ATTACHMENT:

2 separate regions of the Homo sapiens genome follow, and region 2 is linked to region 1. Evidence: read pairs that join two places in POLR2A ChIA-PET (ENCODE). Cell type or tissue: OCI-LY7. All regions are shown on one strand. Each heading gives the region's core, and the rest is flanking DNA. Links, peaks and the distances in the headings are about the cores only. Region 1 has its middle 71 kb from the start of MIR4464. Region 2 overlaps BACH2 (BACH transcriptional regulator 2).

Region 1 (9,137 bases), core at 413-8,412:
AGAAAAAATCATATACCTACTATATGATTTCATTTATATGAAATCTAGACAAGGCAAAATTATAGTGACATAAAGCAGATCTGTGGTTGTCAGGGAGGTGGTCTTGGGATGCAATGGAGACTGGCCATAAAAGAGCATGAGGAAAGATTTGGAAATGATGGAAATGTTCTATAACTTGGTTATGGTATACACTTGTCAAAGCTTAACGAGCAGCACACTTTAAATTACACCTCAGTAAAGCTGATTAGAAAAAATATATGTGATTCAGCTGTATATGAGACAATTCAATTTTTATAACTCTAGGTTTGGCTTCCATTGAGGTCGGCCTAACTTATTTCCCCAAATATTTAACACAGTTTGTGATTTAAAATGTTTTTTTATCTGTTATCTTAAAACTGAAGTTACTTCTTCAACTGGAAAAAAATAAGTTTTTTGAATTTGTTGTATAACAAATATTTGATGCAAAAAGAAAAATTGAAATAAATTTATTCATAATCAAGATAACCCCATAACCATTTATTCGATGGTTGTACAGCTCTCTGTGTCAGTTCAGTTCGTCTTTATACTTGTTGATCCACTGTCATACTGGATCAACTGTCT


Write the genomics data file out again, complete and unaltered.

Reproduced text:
2 separate regions of the Homo sapiens genome follow, and region 2 is linked to region 1. Evidence: read pairs that join two places in POLR2A ChIA-PET (ENCODE). Cell type or tissue: OCI-LY7. All regions are shown on one strand. Each heading gives the region's core, and the rest is flanking DNA. Links, peaks and the distances in the headings are about the cores only. Region 1 has its middle 71 kb from the start of MIR4464. Region 2 overlaps BACH2 (BACH transcriptional regulator 2).

Region 1 (9,137 bases), core at 413-8,412:
AGAAAAAATCATATACCTACTATATGATTTCATTTATATGAAATCTAGACAAGGCAAAATTATAGTGACATAAAGCAGATCTGTGGTTGTCAGGGAGGTGGTCTTGGGATGCAATGGAGACTGGCCATAAAAGAGCATGAGGAAAGATTTGGAAATGATGGAAATGTTCTATAACTTGGTTATGGTATACACTTGTCAAAGCTTAACGAGCAGCACACTTTAAATTACACCTCAGTAAAGCTGATTAGAAAAAATATATGTGATTCAGCTGTATATGAGACAATTCAATTTTTATAACTCTAGGTTTGGCTTCCATTGAGGTCGGCCTAACTTATTTCCCCAAATATTTAACACAGTTTGTGATTTAAAATGTTTTTTTATCTGTTATCTTAAAACTGAAGTTACTTCTTCAACTGGAAAAAAATAAGTTTTTTGAATTTGTTGTATAACAAATATTTGATGCAAAAAGAAAAATTGAAATAAATTTATTCATAATCAAGATAACCCCATAACCATTTATTCGATGGTTGTACAGCTCTCTGTGTCAGTTCAGTTCGTCTTTATACTTGTTGATCCACTGTCATACTGGATCAACTGTCT